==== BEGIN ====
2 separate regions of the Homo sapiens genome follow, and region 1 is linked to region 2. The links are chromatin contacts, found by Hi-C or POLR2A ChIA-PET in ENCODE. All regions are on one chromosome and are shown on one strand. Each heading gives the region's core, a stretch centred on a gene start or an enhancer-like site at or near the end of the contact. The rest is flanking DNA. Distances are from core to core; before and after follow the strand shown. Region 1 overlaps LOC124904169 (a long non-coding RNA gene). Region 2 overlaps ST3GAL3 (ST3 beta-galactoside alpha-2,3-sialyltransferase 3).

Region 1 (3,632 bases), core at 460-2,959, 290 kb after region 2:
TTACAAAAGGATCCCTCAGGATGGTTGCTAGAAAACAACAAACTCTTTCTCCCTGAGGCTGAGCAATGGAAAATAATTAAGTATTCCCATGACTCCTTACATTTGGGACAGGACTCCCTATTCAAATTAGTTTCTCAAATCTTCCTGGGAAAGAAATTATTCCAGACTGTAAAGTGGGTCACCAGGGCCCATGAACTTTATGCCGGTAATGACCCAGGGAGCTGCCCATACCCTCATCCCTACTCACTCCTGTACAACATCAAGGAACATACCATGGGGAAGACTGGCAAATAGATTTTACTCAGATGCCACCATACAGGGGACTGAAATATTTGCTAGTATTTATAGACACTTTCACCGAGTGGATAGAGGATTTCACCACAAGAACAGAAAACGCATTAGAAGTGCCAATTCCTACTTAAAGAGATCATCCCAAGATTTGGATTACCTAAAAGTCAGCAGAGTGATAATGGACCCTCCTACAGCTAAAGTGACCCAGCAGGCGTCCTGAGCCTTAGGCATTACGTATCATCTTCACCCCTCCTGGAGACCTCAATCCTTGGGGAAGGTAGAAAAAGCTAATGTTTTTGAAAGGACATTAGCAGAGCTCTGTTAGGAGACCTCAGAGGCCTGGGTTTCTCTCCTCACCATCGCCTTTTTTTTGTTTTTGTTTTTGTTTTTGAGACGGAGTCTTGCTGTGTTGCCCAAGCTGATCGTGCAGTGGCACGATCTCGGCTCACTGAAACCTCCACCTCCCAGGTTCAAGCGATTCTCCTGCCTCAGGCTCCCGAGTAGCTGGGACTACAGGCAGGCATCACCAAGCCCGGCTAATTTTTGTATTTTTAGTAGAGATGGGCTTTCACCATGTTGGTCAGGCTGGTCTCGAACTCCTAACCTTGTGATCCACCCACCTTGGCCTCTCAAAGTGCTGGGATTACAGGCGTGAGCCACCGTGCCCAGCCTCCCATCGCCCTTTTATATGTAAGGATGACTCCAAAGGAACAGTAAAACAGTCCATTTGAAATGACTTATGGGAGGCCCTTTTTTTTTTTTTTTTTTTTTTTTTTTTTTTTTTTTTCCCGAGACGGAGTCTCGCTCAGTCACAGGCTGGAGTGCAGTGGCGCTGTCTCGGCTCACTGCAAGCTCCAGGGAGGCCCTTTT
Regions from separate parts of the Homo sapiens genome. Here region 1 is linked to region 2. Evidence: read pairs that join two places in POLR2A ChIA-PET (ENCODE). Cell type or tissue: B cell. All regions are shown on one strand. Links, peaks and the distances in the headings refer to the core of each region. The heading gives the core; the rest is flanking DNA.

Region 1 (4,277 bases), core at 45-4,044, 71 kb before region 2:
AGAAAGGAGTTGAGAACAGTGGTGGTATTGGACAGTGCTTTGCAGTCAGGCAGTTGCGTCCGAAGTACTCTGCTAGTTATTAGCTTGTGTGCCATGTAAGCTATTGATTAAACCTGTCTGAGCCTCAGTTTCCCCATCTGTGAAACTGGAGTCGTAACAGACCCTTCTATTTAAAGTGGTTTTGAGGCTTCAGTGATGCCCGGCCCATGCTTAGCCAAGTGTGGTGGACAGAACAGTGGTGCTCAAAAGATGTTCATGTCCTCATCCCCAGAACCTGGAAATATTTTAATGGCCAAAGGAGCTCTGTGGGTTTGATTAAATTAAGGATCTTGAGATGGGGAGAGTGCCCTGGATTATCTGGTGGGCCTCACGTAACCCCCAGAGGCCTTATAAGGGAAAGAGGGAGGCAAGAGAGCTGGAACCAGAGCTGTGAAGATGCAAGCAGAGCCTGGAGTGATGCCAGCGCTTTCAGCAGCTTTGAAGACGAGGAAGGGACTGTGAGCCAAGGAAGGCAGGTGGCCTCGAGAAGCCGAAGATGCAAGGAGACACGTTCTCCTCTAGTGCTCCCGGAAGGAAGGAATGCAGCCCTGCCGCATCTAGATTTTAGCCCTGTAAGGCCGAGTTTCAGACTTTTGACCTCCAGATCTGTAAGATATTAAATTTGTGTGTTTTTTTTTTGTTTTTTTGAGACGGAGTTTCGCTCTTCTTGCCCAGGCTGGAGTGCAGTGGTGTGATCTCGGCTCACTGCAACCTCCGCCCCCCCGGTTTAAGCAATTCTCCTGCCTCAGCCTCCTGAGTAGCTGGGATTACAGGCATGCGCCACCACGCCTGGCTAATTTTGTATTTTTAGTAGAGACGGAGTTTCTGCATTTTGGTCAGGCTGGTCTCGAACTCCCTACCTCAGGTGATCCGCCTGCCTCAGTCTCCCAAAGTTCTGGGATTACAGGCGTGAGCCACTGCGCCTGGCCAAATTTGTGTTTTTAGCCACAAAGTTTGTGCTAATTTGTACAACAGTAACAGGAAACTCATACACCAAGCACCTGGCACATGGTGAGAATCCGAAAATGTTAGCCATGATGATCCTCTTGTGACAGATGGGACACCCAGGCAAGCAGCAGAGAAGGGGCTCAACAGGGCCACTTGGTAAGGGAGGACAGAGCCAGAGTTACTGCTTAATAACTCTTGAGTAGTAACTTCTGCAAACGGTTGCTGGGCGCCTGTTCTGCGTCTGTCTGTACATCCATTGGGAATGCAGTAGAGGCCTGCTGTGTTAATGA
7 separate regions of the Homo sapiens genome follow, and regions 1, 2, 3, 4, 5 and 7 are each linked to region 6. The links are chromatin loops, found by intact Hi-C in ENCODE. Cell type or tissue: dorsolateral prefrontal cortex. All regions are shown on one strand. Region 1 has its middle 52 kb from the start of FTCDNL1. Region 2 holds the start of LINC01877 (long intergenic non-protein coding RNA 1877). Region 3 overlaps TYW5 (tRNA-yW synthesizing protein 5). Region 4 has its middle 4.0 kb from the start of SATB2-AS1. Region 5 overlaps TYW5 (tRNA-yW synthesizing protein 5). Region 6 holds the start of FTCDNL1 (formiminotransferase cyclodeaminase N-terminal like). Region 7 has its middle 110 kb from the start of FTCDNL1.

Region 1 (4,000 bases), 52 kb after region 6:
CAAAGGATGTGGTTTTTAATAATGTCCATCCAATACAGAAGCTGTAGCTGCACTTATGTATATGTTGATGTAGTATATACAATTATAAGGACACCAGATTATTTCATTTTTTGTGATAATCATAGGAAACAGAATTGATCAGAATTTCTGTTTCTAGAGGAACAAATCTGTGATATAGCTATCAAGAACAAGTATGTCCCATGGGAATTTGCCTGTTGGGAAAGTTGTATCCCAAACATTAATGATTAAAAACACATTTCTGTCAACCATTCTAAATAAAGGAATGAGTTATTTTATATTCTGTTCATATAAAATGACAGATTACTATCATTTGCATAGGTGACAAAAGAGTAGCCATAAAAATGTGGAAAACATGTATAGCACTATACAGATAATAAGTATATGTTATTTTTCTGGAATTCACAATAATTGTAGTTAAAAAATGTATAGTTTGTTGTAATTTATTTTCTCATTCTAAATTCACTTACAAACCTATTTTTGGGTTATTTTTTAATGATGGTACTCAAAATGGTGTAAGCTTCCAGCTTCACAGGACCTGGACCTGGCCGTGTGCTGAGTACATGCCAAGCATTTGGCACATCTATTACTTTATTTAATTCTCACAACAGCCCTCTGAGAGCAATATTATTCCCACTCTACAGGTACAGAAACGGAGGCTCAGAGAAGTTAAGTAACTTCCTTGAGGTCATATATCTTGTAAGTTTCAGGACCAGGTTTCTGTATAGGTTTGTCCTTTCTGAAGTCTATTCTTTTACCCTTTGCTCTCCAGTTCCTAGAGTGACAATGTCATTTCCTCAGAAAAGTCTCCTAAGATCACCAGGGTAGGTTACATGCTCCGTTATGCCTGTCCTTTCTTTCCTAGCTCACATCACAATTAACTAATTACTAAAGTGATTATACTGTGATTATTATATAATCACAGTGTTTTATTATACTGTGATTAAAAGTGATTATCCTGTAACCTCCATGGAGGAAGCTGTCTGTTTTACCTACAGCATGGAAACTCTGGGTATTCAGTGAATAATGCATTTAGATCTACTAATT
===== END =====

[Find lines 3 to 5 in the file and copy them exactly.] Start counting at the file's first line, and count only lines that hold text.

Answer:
TTACAAAAGGATCCCTCAGGATGGTTGCTAGAAAACAACAAACTCTTTCTCCCTGAGGCTGAGCAATGGAAAATAATTAAGTATTCCCATGACTCCTTACATTTGGGACAGGACTCCCTATTCAAATTAGTTTCTCAAATCTTCCTGGGAAAGAAATTATTCCAGACTGTAAAGTGGGTCACCAGGGCCCATGAACTTTATGCCGGTAATGACCCAGGGAGCTGCCCATACCCTCATCCCTACTCACTCCTGTACAACATCAAGGAACATACCATGGGGAAGACTGGCAAATAGATTTTACTCAGATGCCACCATACAGGGGACTGAAATATTTGCTAGTATTTATAGACACTTTCACCGAGTGGATAGAGGATTTCACCACAAGAACAGAAAACGCATTAGAAGTGCCAATTCCTACTTAAAGAGATCATCCCAAGATTTGGATTACCTAAAAGTCAGCAGAGTGATAATGGACCCTCCTACAGCTAAAGTGACCCAGCAGGCGTCCTGAGCCTTAGGCATTACGTATCATCTTCACCCCTCCTGGAGACCTCAATCCTTGGGGAAGGTAGAAAAAGCTAATGTTTTTGAAAGGACATTAGCAGAGCTCTGTTAGGAGACCTCAGAGGCCTGGGTTTCTCTCCTCACCATCGCCTTTTTTTTGTTTTTGTTTTTGTTTTTGAGACGGAGTCTTGCTGTGTTGCCCAAGCTGATCGTGCAGTGGCACGATCTCGGCTCACTGAAACCTCCACCTCCCAGGTTCAAGCGATTCTCCTGCCTCAGGCTCCCGAGTAGCTGGGACTACAGGCAGGCATCACCAAGCCCGGCTAATTTTTGTATTTTTAGTAGAGATGGGCTTTCACCATGTTGGTCAGGCTGGTCTCGAACTCCTAACCTTGTGATCCACCCACCTTGGCCTCTCAAAGTGCTGGGATTACAGGCGTGAGCCACCGTGCCCAGCCTCCCATCGCCCTTTTATATGTAAGGATGACTCCAAAGGAACAGTAAAACAGTCCATTTGAAATGACTTATGGGAGGCCCTTTTTTTTTTTTTTTTTTTTTTTTTTTTTTTTTTTTTCCCGAGACGGAGTCTCGCTCAGTCACAGGCTGGAGTGCAGTGGCGCTGTCTCGGCTCACTGCAAGCTCCAGGGAGGCCCTTTT
Regions from separate parts of the Homo sapiens genome. Here region 1 is linked to region 2. Evidence: read pairs that join two places in POLR2A ChIA-PET (ENCODE). Cell type or tissue: B cell. All regions are shown on one strand. Links, peaks and the distances in the headings refer to the core of each region. The heading gives the core; the rest is flanking DNA.

Region 1 (4,277 bases), core at 45-4,044, 71 kb before region 2: